There are dominating displays, and then there is this. Australia had gone all out in their preparations to counter the Indian players and conditions before their tour, but no amount of work or foresight would have enabled them to be ready for what unfurled on Day 4 of the third Test in Ranchi.
Cheteshwar Pujara and Wriddhiman Saha put on a record seventh-wicket stand, and in course broke multiple other records, to pound Australia into the ground and put India in a position from where they cannot lose the match.
When these two got together at the crease, India were still far from safety at 328 for 6 in the 116th over. When Pujara eventually was dismissed, India had racked up 527 in the 194th over. By then Pujara had hit his 11th double hundred in first-class cricket, and Wriddhiman Saha his third Test century. With a lead of over 70 already, India had assumed a position of great strength. Ravindra Jadeja added the cherry at the top of the cake in his inimitable style by cracking a quick-fire fifty, taking India past the 600-run mark. The hosts declared at 603 for 9, with a lead of 152. In reply, Australia lost David Warner and Nathan Lyon late in the day to end at 23 for 2.
Day 4 of the Test promised a lot, with both teams just about on par and fighting for higher ground. India were still a fair distance away from Australia’s total, and early setback could well have handed the advantage to the visitors.
They looked to have attained just that when Pat Cummins, Australia’s hero the previous day, trapped Saha in front. To the naked eye, it looked out, and Saha went up to the third umpire in sheer desperation. To India’s delight, the ball was missing the stumps, and the home team was able to resume their fight.
That incident also turned out to be a vital turning point in the game, with Australia soon resorting to run-stopping methods to get the batsmen out. Steve O’Keefe stuck to over the wicket for long periods of time, with Pujara happily padding away the deliveries. Saha had to counter the pacers mostly, but was largely untroubled during the phase.
At Lunch, India went in 16 runs short of Australia’s 451. A session had gone without a wicket and unless things changed drastically for Steve Smith’s side, they had to bat long on the final day to keep India at bay.
Unfortunately for them, there was no such hope in sight. Pujara and Saha came out more determined to grind Australia and they did so with aplomb. Soon, the frustration started to show, with the fielders’ throws back to keeper going awry and a number of misfields.
India evened the scores soon after and started to slowly up the ante. Saha employed the sweep and the drives, while Pujara picked singles with ease. The home team went past the 500-run mark just before Tea, and both batsmen went into the break agonisingly short of their personal landmarks. Saha was one run away from his hundred, while Pujara was on 190.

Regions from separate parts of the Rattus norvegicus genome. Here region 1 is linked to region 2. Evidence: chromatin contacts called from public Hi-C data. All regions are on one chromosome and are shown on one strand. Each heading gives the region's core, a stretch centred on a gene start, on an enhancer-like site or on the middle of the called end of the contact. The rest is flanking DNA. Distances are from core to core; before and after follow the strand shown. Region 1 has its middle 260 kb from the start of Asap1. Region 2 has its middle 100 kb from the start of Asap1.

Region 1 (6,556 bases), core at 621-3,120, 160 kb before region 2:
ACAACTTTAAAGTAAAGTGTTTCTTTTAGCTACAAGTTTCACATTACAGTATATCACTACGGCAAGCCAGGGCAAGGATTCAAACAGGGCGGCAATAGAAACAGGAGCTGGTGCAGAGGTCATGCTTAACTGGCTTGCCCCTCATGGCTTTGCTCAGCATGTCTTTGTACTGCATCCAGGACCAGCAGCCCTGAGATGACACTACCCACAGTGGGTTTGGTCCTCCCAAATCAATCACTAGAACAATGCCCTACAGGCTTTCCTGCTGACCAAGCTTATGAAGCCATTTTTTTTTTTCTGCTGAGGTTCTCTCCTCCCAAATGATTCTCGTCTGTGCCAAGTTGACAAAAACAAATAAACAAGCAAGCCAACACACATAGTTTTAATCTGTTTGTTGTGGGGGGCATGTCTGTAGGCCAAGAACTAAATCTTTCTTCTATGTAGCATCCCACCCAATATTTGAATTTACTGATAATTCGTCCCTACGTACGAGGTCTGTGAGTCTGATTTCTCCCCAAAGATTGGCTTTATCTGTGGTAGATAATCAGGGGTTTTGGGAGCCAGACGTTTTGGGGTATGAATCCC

By then a few records, some unenviable the others not, were broken. The Pujara-Saha combine had notched up the highest-ever seventh wicket stand for India against the visitors in Tests, while Pujara also had faced the most number of balls by an Indian in an innings, usurping Rahul Dravid’s record of 495 in Rawalpinidi. O’Keefe, meanwhile, had bowled the second-most number of overs by any bowler in India. He ended with a marathon 77 overs, taking three wickets for 199 runs.
Not surprisingly, India stepped out with more purpose in the final session. Saha tucked one into the leg side to complete a richly-deserved hundred. Pujara got his own landmark soon after, another clip off the legs, bringing up what must be one of his best knocks ever. It must be mentioned that the Australian team were quick to applaud and personally congratulate both the players when they reached their milestones.
With the personal landmarks ticked off, the pair started to attack. Pujara could only add two runs after his double ton, and handed a catch to Glenn Maxwell. Saha, meanwhile, added 17 more before falling to O’Keefe.
Safety was secured, but India still needed to score quick and really leave Australia in despair. They were 90 runs ahead, and another forty-odd in quick time would leave the visitors flustered. Jadeja provided exactly that.
Riding high after his mature bowling performance, Jadeja let fly a flurry of strokes to bury the Australians. He notched up his fifty off just 51 balls, with the help of four fours and two sixes. He celebrated with his novel bat-wagging style. When a tickle for four helped India go past the 600 run mark, Virat Kohli declared to have a go at the batsmen.
Warner looked to attack India from the onset and got himself going with three boundaries off R Ashwin, but at the other end, with footmarks to work with, Jadeja was spinning a web. When strike turned over in the sixth over, Warner had no answer to one that turned in from the rough. Warner’s offstump lay flat on the ground, and India celebrated their first breakthrough. Two overs later they were celebrating again, as nightwatchman Nathan Lyon was out bowled by Jadeja. Australia ended the day at 23 for 2.
The Australians were out on the field for almost two and a half days. The impact of it is bound to tell sooner rather than later. They are already two down and India have their tail up. The finale should be an exciting one.
Brief scores: Australia 451 & 23/2 (David Warner 14; Ravindra Jadeja 2-6) trail India 603/9 decl. (Cheteshwar Pujara 202, Wriddhiman Saha 117, Ravindra Jadeja 54*; Pat Cummins 4-106, Steve O’Keefe 3-199) by 129 runs.